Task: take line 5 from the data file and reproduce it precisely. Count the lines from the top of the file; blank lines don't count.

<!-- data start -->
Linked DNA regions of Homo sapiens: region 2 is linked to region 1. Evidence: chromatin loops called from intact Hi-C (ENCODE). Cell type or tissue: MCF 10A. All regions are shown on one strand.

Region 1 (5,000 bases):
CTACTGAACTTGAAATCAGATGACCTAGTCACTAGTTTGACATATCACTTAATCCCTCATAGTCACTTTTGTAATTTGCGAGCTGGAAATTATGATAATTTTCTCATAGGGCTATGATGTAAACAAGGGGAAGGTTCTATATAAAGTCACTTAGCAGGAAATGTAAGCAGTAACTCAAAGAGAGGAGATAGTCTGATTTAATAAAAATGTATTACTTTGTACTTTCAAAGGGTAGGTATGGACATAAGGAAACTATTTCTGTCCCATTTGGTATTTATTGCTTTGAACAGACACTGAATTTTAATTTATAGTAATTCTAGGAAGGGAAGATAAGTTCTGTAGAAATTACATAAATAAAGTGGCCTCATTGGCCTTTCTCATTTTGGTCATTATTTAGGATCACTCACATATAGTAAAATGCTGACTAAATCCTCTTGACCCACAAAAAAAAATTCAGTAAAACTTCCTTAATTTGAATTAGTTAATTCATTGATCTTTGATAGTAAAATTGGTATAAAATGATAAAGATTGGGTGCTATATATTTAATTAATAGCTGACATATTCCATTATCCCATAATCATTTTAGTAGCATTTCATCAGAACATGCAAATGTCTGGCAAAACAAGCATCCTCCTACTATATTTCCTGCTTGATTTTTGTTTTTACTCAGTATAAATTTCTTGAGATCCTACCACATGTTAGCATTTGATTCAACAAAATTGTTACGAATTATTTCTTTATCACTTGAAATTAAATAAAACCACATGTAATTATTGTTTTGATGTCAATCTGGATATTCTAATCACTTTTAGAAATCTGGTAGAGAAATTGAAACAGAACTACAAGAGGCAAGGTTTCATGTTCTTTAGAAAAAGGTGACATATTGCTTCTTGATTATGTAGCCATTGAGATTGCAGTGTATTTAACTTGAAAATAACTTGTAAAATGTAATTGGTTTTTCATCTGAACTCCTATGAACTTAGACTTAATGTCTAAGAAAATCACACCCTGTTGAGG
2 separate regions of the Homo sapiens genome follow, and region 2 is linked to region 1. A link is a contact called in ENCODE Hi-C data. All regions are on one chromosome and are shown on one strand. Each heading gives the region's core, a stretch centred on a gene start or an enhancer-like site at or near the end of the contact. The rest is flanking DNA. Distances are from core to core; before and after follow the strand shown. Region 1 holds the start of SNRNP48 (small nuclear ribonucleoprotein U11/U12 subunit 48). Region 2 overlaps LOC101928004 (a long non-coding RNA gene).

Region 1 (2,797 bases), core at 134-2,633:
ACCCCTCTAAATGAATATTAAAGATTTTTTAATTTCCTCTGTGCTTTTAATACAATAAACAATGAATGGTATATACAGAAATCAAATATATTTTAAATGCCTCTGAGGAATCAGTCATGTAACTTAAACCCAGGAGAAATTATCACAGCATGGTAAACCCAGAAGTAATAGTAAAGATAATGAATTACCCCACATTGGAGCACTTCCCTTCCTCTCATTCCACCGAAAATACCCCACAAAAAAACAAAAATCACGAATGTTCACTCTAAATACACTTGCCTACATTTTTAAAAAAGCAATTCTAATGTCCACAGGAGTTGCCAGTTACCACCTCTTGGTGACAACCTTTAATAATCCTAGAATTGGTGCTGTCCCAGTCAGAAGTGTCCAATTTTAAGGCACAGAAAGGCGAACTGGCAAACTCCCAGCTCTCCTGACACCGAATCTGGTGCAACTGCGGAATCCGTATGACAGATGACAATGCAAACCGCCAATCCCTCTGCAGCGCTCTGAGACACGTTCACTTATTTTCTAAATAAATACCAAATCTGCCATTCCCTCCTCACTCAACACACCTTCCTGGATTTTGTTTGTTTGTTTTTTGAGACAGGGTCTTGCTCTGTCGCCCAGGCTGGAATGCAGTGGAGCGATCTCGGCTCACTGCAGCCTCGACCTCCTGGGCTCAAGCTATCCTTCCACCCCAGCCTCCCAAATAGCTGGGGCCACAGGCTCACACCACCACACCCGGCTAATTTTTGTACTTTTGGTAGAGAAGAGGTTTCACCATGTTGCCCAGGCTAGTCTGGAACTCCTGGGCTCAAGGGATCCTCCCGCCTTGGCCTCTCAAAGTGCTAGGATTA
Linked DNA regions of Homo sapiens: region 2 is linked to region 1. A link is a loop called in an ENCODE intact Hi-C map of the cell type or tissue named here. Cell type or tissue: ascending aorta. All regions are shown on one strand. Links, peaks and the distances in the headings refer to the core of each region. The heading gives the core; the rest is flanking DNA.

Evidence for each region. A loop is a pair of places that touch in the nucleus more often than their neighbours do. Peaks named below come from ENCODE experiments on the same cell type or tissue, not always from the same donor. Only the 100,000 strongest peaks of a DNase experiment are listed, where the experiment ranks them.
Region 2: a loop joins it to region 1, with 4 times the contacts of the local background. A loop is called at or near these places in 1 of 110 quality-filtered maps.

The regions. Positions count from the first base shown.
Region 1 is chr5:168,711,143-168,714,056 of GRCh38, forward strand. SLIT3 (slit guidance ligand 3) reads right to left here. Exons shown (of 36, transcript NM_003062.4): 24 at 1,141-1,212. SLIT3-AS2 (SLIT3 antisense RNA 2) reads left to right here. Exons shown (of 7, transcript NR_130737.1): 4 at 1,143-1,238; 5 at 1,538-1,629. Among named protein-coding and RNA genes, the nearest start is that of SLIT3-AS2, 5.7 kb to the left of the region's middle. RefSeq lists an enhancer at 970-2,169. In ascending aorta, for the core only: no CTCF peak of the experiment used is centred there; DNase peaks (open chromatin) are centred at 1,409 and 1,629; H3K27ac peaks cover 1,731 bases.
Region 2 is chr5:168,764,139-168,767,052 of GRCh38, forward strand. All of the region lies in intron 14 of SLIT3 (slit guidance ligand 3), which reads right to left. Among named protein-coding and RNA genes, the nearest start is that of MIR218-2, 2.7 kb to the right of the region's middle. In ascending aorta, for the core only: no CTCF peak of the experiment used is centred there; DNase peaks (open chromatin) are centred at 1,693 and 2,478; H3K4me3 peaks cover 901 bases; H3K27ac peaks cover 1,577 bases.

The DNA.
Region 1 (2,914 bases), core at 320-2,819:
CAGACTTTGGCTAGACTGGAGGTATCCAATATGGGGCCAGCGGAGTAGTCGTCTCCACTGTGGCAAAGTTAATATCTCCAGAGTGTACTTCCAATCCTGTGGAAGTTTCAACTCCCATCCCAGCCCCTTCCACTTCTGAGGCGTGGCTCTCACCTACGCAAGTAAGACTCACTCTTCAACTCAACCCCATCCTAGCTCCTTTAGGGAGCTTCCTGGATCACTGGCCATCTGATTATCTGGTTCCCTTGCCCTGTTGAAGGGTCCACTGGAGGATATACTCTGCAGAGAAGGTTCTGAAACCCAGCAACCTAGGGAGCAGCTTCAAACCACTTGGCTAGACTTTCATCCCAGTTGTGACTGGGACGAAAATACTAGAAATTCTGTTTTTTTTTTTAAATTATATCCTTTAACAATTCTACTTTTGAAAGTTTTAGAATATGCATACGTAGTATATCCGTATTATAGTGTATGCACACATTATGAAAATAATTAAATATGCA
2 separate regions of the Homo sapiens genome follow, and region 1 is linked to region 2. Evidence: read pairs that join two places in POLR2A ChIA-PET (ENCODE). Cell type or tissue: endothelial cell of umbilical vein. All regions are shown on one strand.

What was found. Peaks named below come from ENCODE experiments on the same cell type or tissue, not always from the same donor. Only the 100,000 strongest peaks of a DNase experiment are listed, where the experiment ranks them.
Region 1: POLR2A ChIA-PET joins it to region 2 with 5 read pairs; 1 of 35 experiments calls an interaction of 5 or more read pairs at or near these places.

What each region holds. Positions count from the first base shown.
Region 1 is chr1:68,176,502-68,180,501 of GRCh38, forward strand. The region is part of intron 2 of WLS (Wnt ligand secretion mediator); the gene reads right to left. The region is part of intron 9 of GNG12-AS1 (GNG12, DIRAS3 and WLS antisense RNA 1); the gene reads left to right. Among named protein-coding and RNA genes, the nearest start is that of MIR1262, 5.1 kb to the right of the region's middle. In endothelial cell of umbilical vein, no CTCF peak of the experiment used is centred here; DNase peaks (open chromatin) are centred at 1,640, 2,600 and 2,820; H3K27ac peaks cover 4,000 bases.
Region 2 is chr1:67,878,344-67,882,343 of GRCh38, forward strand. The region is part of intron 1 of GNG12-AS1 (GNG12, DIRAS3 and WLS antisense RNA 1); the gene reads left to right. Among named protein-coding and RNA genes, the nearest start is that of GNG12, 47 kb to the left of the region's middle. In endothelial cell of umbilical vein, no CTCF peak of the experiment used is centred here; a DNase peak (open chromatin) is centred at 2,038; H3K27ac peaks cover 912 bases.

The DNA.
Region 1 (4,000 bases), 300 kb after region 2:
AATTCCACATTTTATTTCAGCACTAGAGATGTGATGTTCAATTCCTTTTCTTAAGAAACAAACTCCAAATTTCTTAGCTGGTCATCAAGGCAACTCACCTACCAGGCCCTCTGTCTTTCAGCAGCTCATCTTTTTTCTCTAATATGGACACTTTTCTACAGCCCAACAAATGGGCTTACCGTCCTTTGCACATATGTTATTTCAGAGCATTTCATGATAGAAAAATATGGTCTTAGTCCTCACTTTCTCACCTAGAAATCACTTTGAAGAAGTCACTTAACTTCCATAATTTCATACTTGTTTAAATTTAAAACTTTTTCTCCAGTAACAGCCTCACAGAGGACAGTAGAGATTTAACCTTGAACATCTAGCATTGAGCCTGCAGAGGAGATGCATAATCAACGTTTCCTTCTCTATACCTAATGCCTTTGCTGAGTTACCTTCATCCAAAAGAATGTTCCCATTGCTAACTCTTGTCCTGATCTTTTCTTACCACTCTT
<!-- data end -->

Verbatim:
Region 1 (2,797 bases), core at 134-2,633: